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Now the left foot has nothing to do in F1. There is no clutch and only the right foot should do the braking, maybe. Why does not the left foot control the front braking and the right foot does what is should? With front braking only, the car can corner quicker; therefore go around the racetrack in less time. That makes a winner.

I do not like right-footed brakers on a regular car. The brake lights are always on and the stupid one burns his brakes.

71 days until it starts again.

Go; my dream team from Maranello. Win again and make the others unhappy because their root for a loser.

8)
 

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I agree with U. I think (an I also do it on Automatic gearbox cars) that when U have no clutch the right foot is on accelerator and the left foot is on brakes. It gives some advantages:
in curbes U can slow Ur car in time that Ur slowwly push the accelerator. It killes the brakes but it makes U faster
U can react faster on unprognoset situations like extrem braking
U have an totaly control of Ur Car
 

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Bart said:
Now the left foot has nothing to do in F1. There is no clutch and only the right foot should do the braking, maybe. Why does not the left foot control the front braking and the right foot does what is should? With front braking only, the car can corner quicker; therefore go around the racetrack in less time. That makes a winner.

I do not like right-footed brakers on a regular car. The brake lights are always on and the stupid one burns his brakes.

71 days until it starts again.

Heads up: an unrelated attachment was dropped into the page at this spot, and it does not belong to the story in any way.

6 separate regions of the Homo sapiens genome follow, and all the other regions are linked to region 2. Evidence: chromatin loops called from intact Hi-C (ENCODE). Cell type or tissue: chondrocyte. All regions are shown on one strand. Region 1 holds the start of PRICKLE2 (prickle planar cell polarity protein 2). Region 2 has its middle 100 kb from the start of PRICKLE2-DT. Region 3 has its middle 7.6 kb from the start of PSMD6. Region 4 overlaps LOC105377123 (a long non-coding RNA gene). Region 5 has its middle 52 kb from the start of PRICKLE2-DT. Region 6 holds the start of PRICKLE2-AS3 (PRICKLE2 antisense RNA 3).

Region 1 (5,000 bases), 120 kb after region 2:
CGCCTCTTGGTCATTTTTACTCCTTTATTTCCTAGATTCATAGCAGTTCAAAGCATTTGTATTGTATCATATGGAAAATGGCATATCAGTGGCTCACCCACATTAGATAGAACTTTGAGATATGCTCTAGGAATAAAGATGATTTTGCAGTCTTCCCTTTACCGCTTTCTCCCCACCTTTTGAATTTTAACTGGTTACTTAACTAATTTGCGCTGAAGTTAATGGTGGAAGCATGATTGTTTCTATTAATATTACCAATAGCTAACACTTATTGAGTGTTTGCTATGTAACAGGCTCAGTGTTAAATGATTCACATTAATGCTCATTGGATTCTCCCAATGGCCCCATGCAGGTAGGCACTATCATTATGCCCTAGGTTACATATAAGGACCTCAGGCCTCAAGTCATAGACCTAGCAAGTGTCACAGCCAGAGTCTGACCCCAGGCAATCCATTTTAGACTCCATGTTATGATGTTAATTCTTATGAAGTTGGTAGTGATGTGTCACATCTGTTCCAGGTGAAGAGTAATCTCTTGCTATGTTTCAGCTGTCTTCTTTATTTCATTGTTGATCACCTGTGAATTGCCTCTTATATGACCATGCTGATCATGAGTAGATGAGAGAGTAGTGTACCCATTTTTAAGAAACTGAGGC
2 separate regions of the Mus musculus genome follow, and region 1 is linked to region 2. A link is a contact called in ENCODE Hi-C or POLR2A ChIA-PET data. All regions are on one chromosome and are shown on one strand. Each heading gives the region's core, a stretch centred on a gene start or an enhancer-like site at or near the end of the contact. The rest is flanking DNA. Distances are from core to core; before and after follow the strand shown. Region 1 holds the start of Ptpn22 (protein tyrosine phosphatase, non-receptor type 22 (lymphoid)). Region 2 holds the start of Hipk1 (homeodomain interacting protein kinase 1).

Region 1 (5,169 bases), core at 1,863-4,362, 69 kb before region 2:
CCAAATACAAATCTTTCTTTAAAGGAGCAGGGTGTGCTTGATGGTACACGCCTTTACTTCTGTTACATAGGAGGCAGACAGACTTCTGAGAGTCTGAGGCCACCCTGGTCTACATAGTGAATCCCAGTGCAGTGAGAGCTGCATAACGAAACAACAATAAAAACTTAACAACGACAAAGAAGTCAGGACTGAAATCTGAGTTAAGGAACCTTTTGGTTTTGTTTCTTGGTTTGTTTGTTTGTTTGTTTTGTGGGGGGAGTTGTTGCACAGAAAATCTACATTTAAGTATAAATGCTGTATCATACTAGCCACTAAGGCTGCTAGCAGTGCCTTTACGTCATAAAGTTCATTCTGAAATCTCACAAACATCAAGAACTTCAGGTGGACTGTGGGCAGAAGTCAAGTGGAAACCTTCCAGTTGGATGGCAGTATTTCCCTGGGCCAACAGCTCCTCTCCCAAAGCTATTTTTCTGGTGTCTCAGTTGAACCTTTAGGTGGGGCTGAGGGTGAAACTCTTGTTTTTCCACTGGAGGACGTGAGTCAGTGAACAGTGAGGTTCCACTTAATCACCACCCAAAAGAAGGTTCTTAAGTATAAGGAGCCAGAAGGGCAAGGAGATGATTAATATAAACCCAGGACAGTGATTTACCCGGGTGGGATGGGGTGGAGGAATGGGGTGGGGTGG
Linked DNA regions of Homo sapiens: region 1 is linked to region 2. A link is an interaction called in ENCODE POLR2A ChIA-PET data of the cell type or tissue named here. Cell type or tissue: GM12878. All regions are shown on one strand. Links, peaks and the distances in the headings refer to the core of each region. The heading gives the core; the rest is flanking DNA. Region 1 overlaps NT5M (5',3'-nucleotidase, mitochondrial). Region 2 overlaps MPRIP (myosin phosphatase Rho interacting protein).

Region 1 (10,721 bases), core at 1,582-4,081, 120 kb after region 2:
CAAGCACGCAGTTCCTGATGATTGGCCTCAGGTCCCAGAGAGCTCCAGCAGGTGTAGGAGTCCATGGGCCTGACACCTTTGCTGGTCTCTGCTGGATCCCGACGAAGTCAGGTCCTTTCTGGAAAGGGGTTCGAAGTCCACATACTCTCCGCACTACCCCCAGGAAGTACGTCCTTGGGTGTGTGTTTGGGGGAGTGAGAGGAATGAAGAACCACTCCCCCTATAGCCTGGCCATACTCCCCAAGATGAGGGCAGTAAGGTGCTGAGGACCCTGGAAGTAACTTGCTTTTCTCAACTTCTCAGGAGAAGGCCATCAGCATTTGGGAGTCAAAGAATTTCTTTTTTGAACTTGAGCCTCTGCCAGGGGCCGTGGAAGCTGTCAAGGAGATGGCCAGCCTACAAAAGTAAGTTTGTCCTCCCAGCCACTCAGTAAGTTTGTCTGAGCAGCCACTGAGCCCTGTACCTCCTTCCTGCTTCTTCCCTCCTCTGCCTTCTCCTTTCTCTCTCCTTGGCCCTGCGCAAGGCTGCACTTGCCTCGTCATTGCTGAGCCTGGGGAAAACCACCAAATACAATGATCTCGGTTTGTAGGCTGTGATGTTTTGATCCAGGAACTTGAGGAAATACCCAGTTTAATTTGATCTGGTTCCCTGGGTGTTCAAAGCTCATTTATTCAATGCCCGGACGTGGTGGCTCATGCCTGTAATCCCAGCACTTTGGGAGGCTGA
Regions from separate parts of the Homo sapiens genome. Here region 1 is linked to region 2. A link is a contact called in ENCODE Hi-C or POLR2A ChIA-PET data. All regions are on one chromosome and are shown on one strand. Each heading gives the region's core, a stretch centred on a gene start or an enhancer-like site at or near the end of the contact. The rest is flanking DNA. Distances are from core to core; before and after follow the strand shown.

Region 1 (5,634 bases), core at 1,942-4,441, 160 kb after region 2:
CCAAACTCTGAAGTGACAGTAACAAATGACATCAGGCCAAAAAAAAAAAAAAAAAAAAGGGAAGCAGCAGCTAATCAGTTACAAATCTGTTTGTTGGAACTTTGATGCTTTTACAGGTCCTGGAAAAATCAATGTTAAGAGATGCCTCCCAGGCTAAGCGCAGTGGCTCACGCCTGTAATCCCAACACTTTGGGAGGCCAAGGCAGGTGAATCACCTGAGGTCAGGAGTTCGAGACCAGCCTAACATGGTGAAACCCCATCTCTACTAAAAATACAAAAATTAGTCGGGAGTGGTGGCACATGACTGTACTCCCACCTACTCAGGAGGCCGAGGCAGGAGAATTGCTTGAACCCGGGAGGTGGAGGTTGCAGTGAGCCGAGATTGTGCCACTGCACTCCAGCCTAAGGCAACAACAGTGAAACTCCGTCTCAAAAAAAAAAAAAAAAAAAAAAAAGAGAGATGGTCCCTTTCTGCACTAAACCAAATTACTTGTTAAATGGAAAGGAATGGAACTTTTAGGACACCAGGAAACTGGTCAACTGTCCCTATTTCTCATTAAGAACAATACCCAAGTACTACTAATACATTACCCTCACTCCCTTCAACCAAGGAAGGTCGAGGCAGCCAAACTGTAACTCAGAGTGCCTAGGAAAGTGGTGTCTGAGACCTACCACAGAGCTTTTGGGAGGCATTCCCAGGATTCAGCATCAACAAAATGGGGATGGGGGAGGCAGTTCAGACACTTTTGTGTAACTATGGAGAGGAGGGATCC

Go; my dream team from Maranello. Win again and make the others unhappy because their root for a loser.

8)
Every single one of the drivers use left-foot braking. It's a carry-over from their Kart Racing, into F3 and on to Formula 3000 until they're in F1. Only David Coulthard and Rubens Barrichello still do conventional braking, with their right foot.
 

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Stradale said:
Every single one of the drivers use left-foot braking. It's a carry-over from their Kart Racing, into F3 and on to Formula 3000 until they're in F1. Only David Coulthard and Rubens Barrichello still do conventional braking, with their right foot.
Also, even of those who do right-foot braking, would they really want to control the two axles independently in real-time, or to keep using the brake-bias knob (or lever)? Because ask any motorcycle driver: to consistently get the right balance without locking up either tire, there's simply twice as many axles to keep track of (i.e. tracking whether it's flat-spotting the tire(s)) and whilst motorcycles might have a frequent and significant fore/aft weight distribution change depending on rider position, etc., I doubt F1 cars would see many benefits from 2 separate pedals which the bias-knobs don't already provide.

If anything, a pedal to the right of the throttle with an extra master cylinder to put supplementary pressure into the hydraulic tubes on one axle with the cylinder sized to give very fine control might be better, but even that might just add more weight than it's worth, and it's a bit much like a 'cutting brake,' which is more useful and common for offroad racing than on, and then is usually a handbrake for the rear axle since offroaders tend not have the extra foot unoccupied...

Personally I'd want the ability to use my left foot to drive an electronic switch which lights up a picture of a middle finger for when someone tries an improper pass. :)
 
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